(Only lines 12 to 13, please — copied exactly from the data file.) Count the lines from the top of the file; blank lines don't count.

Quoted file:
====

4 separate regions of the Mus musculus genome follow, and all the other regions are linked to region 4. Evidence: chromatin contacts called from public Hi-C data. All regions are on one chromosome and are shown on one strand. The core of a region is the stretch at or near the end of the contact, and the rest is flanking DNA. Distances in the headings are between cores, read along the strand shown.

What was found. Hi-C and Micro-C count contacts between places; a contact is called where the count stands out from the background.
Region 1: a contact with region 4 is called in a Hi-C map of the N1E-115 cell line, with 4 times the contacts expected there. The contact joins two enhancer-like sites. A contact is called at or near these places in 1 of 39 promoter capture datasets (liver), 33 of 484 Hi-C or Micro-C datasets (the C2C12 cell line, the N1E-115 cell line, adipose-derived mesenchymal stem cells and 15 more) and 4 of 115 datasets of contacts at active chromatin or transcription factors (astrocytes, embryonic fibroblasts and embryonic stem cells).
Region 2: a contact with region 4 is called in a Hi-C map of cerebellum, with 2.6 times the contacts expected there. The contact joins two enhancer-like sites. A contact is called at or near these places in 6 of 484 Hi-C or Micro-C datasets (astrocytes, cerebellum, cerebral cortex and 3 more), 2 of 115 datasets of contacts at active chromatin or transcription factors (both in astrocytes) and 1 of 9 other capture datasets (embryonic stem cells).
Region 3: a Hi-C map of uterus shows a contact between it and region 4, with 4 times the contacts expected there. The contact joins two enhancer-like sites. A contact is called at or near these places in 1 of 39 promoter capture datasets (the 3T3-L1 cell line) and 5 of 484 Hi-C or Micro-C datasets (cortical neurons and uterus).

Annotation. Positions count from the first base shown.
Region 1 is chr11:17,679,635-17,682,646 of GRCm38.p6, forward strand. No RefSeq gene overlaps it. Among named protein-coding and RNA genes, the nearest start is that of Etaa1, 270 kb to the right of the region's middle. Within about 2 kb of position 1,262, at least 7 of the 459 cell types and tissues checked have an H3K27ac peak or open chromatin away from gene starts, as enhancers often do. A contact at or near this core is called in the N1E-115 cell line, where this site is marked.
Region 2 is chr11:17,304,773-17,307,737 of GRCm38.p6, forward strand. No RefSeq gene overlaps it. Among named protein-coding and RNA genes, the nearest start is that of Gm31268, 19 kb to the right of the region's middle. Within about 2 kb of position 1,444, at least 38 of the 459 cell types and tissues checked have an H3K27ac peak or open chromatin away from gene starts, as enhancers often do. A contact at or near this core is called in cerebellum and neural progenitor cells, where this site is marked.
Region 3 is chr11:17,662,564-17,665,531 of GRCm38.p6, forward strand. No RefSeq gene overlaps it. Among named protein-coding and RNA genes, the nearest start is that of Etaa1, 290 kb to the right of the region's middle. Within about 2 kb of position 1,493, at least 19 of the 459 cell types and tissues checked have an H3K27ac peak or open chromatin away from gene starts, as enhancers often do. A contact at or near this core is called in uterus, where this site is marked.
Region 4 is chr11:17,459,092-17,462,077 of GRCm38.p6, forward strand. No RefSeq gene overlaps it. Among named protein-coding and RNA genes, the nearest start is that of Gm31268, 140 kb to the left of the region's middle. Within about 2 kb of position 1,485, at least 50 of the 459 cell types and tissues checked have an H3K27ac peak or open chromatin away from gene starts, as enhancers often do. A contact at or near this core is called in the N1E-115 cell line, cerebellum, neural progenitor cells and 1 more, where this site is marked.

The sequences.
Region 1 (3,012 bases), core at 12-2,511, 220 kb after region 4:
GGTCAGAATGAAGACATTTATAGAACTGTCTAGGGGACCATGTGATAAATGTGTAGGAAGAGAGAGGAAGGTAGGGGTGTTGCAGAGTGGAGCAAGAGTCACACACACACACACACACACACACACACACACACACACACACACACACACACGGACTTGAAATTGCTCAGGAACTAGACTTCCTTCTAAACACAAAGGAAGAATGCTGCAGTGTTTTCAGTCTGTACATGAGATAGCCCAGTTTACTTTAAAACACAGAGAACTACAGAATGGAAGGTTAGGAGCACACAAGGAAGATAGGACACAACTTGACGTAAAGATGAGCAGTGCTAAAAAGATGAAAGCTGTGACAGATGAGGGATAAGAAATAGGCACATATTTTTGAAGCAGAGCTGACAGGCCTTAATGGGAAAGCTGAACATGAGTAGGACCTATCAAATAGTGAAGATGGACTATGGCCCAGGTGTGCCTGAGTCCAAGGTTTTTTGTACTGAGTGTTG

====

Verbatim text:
Region 1 (3,012 bases), core at 12-2,511, 220 kb after region 4:
GGTCAGAATGAAGACATTTATAGAACTGTCTAGGGGACCATGTGATAAATGTGTAGGAAGAGAGAGGAAGGTAGGGGTGTTGCAGAGTGGAGCAAGAGTCACACACACACACACACACACACACACACACACACACACACACACACACACACGGACTTGAAATTGCTCAGGAACTAGACTTCCTTCTAAACACAAAGGAAGAATGCTGCAGTGTTTTCAGTCTGTACATGAGATAGCCCAGTTTACTTTAAAACACAGAGAACTACAGAATGGAAGGTTAGGAGCACACAAGGAAGATAGGACACAACTTGACGTAAAGATGAGCAGTGCTAAAAAGATGAAAGCTGTGACAGATGAGGGATAAGAAATAGGCACATATTTTTGAAGCAGAGCTGACAGGCCTTAATGGGAAAGCTGAACATGAGTAGGACCTATCAAATAGTGAAGATGGACTATGGCCCAGGTGTGCCTGAGTCCAAGGTTTTTTGTACTGAGTGTTG